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FBI: Homegrown American Terrorists Hard To Track In Online ‘Jihad’ Community

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FBI Director James Comey says it's difficult for federal authorities to track how many Americans are trying to go to Syria to join the civil war there. Photo by Alex Wong/Getty Images

FBI Director James Comey says it’s difficult for federal authorities to track how many Americans are trying to go to Syria to join the civil war there. Photo by Alex Wong/Getty Images

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DALLAS (AP) — FBI Director James Comey says it’s difficult for federal authorities to track how many Americans are trying to go to Syria to join the civil war there.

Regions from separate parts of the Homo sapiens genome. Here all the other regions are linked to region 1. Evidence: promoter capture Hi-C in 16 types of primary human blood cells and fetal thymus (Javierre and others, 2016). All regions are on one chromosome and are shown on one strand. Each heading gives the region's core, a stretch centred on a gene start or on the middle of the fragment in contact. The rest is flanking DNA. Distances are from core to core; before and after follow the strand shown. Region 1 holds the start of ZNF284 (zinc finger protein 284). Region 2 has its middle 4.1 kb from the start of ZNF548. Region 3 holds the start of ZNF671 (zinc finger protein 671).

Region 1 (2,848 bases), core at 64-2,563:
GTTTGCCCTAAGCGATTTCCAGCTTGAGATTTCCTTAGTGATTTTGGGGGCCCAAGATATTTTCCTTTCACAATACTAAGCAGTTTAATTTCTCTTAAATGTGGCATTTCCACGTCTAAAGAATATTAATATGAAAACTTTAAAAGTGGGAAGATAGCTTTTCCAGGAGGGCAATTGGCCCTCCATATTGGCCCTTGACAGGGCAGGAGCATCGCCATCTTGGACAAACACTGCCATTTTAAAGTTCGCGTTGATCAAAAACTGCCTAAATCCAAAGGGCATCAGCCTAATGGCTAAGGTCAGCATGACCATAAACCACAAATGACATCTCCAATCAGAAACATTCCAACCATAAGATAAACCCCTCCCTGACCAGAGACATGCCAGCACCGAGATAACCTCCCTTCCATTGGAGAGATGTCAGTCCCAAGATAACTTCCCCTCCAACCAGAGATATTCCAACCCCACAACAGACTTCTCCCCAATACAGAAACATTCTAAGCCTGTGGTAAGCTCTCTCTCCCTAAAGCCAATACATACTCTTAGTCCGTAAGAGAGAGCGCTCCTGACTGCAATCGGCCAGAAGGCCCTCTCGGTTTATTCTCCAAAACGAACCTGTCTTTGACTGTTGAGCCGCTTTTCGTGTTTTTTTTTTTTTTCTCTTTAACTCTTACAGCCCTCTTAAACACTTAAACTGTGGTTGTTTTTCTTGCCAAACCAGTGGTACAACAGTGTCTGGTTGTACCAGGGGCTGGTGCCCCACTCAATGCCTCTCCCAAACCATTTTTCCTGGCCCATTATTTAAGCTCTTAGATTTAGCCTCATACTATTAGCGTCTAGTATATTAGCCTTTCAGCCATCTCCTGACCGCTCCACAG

Comey spoke Monday at an event in Dallas. He talked about so-called homegrown terrorists who use the Internet to connect with others interested in “jihad.”

He said FBI agents try to distinguish between people only chatting about potentially extremist ideologies and those taking active steps to engage in terrorism.

The FBI and other agencies have arrested several people across the United States this year on charges that they discussed trying to go abroad to join terrorist groups. In separate Texas cases this year, a University of Texas student and a Central Texas father were accused of planning to engage in jihad.

(© Copyright 2014 The Associated Press. All Rights Reserved. This material may not be published, broadcast, rewritten or redistributed.)

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